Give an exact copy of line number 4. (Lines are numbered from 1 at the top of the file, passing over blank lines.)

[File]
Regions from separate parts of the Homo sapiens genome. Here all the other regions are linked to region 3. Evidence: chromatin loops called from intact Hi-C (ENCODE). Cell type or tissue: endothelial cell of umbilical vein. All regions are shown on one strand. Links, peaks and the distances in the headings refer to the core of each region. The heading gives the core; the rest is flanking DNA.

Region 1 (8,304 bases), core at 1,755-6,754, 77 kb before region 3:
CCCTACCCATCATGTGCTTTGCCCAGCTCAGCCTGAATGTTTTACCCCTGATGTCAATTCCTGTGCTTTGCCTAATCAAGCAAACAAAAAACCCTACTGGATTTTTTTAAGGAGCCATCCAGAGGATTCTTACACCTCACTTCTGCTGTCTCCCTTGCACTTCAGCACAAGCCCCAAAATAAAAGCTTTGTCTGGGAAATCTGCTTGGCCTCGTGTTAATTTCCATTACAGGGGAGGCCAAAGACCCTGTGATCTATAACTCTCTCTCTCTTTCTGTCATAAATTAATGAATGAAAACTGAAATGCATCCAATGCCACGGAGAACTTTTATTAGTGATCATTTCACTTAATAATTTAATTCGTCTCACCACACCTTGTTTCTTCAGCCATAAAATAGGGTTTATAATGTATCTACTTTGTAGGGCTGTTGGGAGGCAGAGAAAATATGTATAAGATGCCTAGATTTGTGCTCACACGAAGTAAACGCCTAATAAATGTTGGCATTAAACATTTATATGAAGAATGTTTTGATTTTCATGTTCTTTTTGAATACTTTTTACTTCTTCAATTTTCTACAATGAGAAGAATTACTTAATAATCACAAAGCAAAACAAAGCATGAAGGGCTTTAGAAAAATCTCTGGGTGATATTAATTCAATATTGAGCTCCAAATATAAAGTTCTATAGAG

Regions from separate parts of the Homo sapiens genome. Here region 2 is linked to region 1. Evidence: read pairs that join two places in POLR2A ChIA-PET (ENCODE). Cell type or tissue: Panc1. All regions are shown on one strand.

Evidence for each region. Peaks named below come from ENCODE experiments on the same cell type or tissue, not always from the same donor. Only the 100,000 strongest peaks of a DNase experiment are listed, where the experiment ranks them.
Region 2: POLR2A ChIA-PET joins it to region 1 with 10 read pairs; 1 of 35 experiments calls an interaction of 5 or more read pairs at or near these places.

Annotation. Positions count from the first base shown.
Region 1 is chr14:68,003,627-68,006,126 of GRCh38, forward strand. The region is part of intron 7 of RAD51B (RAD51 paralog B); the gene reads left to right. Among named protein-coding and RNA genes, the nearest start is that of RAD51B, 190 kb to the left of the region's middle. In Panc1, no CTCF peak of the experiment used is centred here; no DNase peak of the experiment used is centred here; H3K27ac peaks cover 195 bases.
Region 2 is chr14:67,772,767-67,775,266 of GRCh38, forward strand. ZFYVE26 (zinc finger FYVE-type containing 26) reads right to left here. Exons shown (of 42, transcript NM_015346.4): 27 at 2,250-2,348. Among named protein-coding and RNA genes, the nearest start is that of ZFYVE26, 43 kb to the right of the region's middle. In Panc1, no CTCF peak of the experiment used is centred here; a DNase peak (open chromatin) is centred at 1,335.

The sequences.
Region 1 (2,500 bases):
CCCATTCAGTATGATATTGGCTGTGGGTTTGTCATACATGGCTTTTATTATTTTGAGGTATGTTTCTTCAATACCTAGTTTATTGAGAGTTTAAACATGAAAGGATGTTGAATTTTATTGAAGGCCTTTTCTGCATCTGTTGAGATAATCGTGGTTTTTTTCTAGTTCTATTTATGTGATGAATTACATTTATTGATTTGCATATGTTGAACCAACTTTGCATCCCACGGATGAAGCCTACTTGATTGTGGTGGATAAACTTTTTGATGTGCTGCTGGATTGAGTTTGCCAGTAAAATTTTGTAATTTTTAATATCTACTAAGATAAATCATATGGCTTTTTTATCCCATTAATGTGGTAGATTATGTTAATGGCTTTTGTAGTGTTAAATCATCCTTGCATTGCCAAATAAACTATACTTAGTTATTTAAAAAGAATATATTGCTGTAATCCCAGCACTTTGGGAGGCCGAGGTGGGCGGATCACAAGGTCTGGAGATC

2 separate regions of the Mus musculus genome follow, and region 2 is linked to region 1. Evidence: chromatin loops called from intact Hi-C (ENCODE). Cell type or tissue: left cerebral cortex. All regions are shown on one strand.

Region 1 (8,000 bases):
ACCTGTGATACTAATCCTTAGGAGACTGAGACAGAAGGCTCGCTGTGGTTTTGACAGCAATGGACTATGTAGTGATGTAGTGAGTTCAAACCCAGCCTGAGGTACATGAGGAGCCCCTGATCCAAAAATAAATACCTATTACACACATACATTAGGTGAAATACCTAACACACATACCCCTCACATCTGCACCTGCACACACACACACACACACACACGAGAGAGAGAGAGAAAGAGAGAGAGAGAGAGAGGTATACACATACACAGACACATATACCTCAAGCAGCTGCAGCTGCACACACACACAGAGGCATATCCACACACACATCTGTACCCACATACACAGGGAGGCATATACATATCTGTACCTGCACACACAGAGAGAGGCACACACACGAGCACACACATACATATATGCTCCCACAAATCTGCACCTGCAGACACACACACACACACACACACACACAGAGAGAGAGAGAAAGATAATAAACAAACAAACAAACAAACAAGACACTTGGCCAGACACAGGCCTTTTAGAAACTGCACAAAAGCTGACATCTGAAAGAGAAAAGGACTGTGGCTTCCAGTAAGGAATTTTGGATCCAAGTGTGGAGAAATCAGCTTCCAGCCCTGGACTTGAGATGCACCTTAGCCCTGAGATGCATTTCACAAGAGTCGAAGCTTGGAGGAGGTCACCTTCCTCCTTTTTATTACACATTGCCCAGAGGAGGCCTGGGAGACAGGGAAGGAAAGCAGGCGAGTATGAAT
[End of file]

Regions from separate parts of the Homo sapiens genome. Here region 2 is linked to region 1. Evidence: read pairs that join two places in POLR2A ChIA-PET (ENCODE). Cell type or tissue: Panc1. All regions are shown on one strand.